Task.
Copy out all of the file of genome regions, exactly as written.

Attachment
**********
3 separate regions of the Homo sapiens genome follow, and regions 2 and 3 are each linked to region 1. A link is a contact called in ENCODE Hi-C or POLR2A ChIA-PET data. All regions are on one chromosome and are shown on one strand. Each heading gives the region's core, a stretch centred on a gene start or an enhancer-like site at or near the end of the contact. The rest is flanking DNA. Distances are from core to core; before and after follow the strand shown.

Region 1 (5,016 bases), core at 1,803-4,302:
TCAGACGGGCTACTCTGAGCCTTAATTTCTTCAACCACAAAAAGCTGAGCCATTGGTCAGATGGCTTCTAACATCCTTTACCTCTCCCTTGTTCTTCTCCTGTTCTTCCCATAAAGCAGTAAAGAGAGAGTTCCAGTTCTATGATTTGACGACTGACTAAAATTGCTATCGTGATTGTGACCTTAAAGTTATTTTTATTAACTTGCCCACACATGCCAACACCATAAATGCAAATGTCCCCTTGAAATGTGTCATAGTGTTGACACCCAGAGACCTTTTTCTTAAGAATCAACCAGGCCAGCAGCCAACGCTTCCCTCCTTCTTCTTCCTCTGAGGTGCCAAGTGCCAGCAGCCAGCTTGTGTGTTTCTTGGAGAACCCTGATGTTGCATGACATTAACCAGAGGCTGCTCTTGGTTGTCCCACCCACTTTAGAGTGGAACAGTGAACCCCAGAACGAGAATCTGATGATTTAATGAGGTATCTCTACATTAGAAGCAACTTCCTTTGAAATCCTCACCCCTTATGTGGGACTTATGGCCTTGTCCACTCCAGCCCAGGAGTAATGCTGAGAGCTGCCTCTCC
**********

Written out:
3 separate regions of the Homo sapiens genome follow, and regions 2 and 3 are each linked to region 1. A link is a contact called in ENCODE Hi-C or POLR2A ChIA-PET data. All regions are on one chromosome and are shown on one strand. Each heading gives the region's core, a stretch centred on a gene start or an enhancer-like site at or near the end of the contact. The rest is flanking DNA. Distances are from core to core; before and after follow the strand shown.

Region 1 (5,016 bases), core at 1,803-4,302:
TCAGACGGGCTACTCTGAGCCTTAATTTCTTCAACCACAAAAAGCTGAGCCATTGGTCAGATGGCTTCTAACATCCTTTACCTCTCCCTTGTTCTTCTCCTGTTCTTCCCATAAAGCAGTAAAGAGAGAGTTCCAGTTCTATGATTTGACGACTGACTAAAATTGCTATCGTGATTGTGACCTTAAAGTTATTTTTATTAACTTGCCCACACATGCCAACACCATAAATGCAAATGTCCCCTTGAAATGTGTCATAGTGTTGACACCCAGAGACCTTTTTCTTAAGAATCAACCAGGCCAGCAGCCAACGCTTCCCTCCTTCTTCTTCCTCTGAGGTGCCAAGTGCCAGCAGCCAGCTTGTGTGTTTCTTGGAGAACCCTGATGTTGCATGACATTAACCAGAGGCTGCTCTTGGTTGTCCCACCCACTTTAGAGTGGAACAGTGAACCCCAGAACGAGAATCTGATGATTTAATGAGGTATCTCTACATTAGAAGCAACTTCCTTTGAAATCCTCACCCCTTATGTGGGACTTATGGCCTTGTCCACTCCAGCCCAGGAGTAATGCTGAGAGCTGCCTCTCC